What sticks with me though, past Picard’s defiance in the face of torture, is the little conversation he has with Troi at the very end. She’s discussing how very difficult it will be for him to process what he’s been through, and he reveals that, in the end, he really did see five lights though there were only four. The torture had truly harmed him and damaged his psyche; only his sheer willpower gave him the ability to remain defiant. As a proud supporter of Amnesty International, Patrick Stewart put a large amount of research and effort into this episode’s portrayal of torture.
- Sins of the Father (Season 3, Episode 17)
While it still lived largely in the world of “every episode returns to the status quo,” TNG did have a number of series-arching plot threads that would pave the way for shows like DS9, where basically the last 4 seasons were one overarching plot thread. Perhaps the best of these threads follows the Klingons as they rise from the “black hat” of The Original Series to become a relatively complex culture in TNG. “Sins of the Father” is the episode that launches all of those threads, not to mention the massive Klingon plotlines of DS9’s later seasons (which are also GREAT).
Worf learns that he has a brother―after thinking his entire family died when he was a child―but more than that, he learns that his father has been accused of treason leading to the death of thousands (plus his own). What follows over the next hour is a conspiracy that sought to place the blame on Worf’s family because he lived among humans in lieu of placing the true blame on a family so powerful that accusing it of treason would tear the Klingon Empire apart.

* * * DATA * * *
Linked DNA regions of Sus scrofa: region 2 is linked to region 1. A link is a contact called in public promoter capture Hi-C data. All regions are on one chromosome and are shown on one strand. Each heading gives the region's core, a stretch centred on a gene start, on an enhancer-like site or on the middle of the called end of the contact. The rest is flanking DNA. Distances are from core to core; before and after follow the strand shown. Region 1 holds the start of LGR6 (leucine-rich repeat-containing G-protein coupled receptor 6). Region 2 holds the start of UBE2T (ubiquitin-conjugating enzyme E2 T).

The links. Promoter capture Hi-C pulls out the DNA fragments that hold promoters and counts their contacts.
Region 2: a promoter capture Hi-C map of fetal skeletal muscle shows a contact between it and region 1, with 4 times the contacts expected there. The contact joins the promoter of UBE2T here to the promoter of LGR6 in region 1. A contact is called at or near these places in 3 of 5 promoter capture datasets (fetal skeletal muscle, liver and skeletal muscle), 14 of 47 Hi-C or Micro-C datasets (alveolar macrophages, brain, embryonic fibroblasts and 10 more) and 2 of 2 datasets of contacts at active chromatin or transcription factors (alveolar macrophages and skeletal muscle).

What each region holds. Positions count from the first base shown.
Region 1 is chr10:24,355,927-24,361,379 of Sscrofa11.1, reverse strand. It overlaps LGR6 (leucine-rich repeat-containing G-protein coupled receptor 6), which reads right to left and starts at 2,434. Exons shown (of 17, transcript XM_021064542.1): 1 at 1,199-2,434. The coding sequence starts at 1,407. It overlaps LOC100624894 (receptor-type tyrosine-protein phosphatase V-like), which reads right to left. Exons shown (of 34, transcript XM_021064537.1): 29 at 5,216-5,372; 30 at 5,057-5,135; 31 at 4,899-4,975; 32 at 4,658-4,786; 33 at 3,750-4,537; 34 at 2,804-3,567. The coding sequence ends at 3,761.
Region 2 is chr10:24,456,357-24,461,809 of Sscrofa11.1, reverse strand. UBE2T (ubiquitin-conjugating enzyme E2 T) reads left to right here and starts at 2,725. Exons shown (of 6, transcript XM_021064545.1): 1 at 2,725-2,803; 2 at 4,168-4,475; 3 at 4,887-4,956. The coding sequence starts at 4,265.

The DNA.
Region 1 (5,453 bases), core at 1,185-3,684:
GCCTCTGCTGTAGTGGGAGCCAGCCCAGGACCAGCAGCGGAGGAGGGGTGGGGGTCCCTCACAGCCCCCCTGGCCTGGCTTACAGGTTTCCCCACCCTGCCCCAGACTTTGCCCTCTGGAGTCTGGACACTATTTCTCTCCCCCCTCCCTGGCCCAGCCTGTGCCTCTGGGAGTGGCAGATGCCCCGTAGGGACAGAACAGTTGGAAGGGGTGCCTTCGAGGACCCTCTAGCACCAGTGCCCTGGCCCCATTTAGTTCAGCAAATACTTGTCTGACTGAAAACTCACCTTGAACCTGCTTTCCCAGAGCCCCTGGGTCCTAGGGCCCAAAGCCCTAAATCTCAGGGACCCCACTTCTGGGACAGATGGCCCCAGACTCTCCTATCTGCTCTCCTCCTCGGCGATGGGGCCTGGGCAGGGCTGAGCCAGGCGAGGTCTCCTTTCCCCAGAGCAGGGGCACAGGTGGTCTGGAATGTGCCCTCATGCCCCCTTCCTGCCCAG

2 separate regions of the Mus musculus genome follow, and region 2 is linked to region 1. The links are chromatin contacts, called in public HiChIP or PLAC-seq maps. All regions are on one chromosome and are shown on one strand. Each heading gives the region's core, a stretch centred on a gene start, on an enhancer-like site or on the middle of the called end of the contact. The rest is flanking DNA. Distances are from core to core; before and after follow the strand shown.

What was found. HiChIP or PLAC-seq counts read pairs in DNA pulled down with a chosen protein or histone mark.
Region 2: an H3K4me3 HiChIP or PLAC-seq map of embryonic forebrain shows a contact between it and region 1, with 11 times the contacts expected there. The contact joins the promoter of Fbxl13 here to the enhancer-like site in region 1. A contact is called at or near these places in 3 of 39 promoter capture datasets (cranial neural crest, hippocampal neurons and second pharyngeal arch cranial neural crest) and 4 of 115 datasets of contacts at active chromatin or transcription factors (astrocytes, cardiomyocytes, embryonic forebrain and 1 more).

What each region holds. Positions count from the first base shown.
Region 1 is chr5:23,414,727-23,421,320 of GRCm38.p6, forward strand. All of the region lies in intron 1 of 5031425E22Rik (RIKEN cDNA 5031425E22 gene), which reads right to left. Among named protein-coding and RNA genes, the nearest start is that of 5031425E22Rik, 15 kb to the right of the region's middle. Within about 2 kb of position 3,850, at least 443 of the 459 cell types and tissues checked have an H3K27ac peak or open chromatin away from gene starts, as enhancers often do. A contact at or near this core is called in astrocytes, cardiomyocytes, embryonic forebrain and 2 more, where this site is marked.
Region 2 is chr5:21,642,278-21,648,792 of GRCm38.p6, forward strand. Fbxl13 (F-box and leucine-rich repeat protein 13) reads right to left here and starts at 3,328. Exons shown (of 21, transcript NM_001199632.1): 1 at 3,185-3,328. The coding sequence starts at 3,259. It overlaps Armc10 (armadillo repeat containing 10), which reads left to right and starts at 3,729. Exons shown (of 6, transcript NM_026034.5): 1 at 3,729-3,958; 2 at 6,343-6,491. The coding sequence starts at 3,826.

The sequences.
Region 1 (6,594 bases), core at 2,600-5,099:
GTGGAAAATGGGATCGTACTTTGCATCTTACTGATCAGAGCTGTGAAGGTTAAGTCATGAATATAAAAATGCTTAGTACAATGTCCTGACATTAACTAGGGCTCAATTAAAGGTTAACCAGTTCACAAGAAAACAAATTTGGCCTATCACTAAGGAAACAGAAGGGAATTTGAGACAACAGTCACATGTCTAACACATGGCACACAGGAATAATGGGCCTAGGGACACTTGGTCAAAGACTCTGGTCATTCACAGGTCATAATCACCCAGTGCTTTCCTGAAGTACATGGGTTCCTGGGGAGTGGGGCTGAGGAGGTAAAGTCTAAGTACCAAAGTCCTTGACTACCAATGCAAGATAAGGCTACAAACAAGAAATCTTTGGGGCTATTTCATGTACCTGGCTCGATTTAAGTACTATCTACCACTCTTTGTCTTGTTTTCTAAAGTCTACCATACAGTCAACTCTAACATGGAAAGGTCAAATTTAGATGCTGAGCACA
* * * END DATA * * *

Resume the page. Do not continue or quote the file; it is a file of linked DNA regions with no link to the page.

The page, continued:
More importantly than that, however, this episode provides the first major inroads for Worf as a character that would go on to be the most appearing character in ALL of Star Trek, not to mention the biggest building block to the deep friendship he and Picard come to have.
It’s good scifi, redeems the Klingon race from TOS, and gives us terrific character plotlines for seasons to come.
Well, if you’ve read this far, congratulations! You now know way more about my Star Trek thoughts than most. In any event, we’ve come to the end of this list, with the Top 5 to be a separate post next week. Make sure to bookmark this blog, follow me on Twitter (@Dreamertide) or Twitch (BastianGrim), and come back next time for more talk of writing, science fiction, and random musings!